The mad detailing distracts your attention from the SV’s very conventional three-box profile and a roofline which, at 1320mm, is only a little lower than a BMW M3’s; the sports and supercars it’s aimed at sit at least 100mm lower still.
You can get in and out easily, and there’s masses of headroom, light and visibility, but the driving environment is a bit saloon-like and can’t match the drama of the exterior.
The windscreen and dash are both very upright, and the excellent Recaro chairs adjust commendably low, but leave you with no view of the long prow. An electric seat-height adjuster raises the chair should you be sitting too low, but it lifts only the rear end of the seat, to tip you towards the dash.
And you may be surprised to find racing harnesses to strap you in place, part-compensation for the absence of any airbags. The dials and dash aren’t exactly 85 grand’s worth to look at either, and the interior build quality is the usual low-volume Brit sports car stuff, despite much of the SV being made in Italy.
There are flashes of perfection in the shutlines between the doorsills and the dash and the exposed carbonfibre panels, and the surface of the body is impressively smooth. But there are terrible lapses, too, not to mention the all-pervading smell of glue. But there’s little point comparing the build quality of cars like the MG and TVR with Porsches; the former could produce several new models each with the interior budget of the new 997.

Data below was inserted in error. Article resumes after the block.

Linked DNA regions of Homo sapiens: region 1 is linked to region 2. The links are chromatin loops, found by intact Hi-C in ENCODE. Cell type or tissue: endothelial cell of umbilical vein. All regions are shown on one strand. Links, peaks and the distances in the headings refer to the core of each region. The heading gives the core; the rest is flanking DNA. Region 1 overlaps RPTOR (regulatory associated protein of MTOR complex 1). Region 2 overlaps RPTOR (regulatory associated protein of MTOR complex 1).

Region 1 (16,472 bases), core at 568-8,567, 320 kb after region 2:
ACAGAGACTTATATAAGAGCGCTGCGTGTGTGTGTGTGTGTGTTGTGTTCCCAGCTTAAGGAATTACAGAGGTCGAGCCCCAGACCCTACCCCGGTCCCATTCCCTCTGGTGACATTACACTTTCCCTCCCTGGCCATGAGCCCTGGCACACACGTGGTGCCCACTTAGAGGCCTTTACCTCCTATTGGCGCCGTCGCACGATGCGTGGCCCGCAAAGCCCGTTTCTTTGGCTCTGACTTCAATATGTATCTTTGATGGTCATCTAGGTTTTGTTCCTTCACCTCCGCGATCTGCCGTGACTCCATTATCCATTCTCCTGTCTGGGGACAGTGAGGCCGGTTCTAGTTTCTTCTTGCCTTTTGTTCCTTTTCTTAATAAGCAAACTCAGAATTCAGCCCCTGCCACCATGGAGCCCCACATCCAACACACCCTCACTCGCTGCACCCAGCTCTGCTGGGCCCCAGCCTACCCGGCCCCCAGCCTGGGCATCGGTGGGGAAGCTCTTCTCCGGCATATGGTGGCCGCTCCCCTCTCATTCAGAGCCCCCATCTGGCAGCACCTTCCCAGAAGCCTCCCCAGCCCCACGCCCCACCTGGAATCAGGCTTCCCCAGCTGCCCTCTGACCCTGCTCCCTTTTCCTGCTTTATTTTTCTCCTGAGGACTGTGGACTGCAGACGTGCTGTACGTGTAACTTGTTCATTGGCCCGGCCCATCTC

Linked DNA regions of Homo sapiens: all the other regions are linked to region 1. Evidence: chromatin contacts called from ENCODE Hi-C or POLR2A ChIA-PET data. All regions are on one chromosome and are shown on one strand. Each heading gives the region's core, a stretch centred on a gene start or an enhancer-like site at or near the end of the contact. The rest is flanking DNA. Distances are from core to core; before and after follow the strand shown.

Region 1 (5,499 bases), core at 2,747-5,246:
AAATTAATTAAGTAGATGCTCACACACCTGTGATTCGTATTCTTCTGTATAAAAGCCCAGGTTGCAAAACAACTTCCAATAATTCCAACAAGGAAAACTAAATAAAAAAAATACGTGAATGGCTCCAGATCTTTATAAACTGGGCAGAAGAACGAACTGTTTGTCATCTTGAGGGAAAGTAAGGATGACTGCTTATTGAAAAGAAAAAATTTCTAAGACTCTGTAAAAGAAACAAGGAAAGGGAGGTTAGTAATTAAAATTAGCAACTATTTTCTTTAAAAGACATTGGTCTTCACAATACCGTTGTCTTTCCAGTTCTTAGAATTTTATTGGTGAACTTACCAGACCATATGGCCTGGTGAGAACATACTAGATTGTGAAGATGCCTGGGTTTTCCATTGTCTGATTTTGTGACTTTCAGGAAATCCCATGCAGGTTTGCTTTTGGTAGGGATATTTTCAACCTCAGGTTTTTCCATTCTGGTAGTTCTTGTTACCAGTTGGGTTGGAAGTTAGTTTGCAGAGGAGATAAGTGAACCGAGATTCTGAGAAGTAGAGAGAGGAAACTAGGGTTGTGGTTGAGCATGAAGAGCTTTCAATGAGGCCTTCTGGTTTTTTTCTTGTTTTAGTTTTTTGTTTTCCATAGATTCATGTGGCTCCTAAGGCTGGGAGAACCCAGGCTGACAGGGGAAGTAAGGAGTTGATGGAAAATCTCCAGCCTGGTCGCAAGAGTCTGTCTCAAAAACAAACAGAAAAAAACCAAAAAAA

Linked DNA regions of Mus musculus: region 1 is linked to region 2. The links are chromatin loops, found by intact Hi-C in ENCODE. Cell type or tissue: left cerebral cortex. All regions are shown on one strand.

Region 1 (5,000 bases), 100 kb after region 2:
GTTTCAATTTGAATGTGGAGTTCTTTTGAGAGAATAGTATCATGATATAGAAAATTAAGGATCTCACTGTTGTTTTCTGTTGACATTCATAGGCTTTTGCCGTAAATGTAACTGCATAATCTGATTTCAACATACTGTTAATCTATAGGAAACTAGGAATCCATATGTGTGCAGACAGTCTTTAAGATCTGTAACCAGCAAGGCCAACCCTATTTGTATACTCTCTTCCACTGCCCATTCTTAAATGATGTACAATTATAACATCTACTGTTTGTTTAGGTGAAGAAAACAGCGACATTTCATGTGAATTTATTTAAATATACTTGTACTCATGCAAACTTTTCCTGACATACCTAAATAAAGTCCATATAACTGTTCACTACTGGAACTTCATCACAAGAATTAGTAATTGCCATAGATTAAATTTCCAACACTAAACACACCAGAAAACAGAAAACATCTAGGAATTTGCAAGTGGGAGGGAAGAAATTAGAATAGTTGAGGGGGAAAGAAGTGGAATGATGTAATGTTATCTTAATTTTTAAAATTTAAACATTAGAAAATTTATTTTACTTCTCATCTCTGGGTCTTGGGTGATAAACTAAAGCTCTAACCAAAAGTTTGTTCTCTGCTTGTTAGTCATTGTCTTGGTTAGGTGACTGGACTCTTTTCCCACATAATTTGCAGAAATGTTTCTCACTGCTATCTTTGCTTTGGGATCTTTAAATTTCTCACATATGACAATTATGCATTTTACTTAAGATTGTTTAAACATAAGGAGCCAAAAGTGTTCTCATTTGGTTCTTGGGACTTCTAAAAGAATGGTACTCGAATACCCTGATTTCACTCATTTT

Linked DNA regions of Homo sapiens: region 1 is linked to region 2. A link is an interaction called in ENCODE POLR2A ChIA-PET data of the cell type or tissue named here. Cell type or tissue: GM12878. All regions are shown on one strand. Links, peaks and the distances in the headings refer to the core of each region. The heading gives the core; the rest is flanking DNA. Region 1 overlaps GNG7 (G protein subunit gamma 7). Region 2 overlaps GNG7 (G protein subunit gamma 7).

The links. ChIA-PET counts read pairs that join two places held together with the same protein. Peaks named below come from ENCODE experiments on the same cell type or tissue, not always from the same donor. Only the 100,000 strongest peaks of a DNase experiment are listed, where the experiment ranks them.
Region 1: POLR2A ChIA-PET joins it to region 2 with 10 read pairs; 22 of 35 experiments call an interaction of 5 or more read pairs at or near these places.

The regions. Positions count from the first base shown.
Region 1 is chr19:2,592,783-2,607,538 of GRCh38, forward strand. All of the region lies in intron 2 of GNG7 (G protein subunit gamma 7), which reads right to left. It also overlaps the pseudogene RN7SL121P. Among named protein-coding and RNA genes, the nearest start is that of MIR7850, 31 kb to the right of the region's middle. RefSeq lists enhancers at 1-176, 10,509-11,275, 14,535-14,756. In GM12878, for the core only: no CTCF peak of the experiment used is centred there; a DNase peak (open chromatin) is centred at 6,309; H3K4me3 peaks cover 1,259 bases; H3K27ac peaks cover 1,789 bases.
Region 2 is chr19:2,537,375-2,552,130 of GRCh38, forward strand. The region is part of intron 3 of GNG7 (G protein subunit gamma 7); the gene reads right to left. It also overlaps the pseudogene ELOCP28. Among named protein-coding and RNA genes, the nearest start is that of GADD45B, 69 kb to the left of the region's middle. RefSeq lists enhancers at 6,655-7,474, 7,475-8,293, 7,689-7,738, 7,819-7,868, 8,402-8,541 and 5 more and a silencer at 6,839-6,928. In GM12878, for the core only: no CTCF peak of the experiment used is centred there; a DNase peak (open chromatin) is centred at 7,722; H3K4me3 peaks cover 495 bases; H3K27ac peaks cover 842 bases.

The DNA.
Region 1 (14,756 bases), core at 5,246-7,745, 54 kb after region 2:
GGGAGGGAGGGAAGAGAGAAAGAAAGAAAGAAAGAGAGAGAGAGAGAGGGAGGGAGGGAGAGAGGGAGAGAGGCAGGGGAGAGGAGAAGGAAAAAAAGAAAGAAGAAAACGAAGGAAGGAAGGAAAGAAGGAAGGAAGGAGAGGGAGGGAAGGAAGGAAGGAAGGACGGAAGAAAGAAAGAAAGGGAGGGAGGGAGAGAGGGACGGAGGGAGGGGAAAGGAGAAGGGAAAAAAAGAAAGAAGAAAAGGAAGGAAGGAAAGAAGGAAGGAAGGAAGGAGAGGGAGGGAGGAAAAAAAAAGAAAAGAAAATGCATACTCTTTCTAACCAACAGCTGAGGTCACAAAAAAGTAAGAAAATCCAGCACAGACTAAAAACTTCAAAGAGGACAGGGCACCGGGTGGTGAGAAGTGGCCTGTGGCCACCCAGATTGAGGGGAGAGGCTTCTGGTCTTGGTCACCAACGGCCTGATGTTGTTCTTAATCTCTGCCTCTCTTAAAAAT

The MG’s failing is that, unlike a TVR, it doesn’t do anything sufficiently exciting inside. It also suffers from the inheritance of the drop-top Mangusta; the area behind the seats where the roof once went is now a reasonable luggage area, but the worryingly small 56-litre fuel tank and battery leave only a couple of awkward spaces under the bootlid.
The SV’s all-alloy Ford quad-cam V8 is available in two strengths. Both are built by tuner Sean Hyland in Canada; the SV produces 320bhp and 301lb ft and the R, tested here and bored-out to 5.0-litres, makes 385bhp at 6000rpm and 375lb ft of torque at 4750rpm.
Drive is to the rear wheels via a Tremec five-speed gearbox and a Dana limited-slip diff, with switchable Ford traction control, but no stability control. All this in a 1500kg carbonfibre-bodied sports car sounds promising, to say the least.
Claimed performance figures are 5.1sec to 60mph and 175mph flat out. We wouldn’t dispute that acceleration claim, but producing the kind of pace it suggests in normal driving requires high revs and frequent gearchanges. Neither provides much pleasure; over 4500rpm the engine becomes quite coarse and intrusive, and changing gear can be a physical, forceful business.
At lower revs the V8 sounds great; unlike cars which have had their exhaust notes carefully massaged, the noise is honest and always with you. But there just isn’t as much go under 4000rpm as you’d expect from a 5.0-litre V8, and MG admits that below this point there’s little difference between the engines.
Floor your SV-R from 1500rpm in second and it’ll feel no quicker than the SV, and the SV probably won’t feel as quick as you’d hoped.
Given the amount of PR effort MG Rover has invested in the SV’s fire-breathing credentials, you’d expect its slightly disappointing straight-line performance to scupper it. It doesn’t; there’s more to this car than just grunt.